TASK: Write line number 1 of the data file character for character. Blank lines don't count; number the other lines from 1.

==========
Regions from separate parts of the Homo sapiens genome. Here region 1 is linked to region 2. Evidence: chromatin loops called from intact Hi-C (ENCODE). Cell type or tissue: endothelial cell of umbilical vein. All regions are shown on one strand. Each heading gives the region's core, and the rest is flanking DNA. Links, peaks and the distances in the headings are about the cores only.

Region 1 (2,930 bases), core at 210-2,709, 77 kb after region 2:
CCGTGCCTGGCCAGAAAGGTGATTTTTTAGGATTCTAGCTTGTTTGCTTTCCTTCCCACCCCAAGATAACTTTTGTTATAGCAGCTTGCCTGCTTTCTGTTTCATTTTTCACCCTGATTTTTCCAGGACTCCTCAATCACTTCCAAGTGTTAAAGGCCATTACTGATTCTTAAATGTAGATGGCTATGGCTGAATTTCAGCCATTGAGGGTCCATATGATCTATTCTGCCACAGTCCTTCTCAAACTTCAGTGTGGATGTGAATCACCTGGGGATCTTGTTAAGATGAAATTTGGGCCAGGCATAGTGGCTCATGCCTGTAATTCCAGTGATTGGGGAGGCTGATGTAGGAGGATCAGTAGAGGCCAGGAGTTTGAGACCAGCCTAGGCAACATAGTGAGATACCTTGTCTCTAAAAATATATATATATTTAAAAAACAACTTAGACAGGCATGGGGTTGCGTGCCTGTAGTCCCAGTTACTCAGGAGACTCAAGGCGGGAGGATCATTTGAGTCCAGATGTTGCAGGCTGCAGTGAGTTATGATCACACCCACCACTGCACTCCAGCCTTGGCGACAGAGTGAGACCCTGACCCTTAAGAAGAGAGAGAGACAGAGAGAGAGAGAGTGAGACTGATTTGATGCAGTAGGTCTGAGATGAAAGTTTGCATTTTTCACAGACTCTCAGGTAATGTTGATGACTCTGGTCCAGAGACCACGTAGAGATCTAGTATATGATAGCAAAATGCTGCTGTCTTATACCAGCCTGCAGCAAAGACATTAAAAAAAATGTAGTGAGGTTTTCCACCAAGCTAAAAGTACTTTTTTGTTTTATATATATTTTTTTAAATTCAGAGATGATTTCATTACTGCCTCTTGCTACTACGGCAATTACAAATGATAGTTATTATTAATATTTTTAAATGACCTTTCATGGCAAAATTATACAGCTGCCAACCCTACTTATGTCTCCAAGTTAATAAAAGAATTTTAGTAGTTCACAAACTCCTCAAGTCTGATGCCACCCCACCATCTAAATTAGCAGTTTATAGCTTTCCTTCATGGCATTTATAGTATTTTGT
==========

Regions from separate parts of the Homo sapiens genome. Here region 1 is linked to region 2. Evidence: chromatin loops called from intact Hi-C (ENCODE). Cell type or tissue: endothelial cell of umbilical vein. All regions are shown on one strand. Each heading gives the region's core, and the rest is flanking DNA. Links, peaks and the distances in the headings are about the cores only.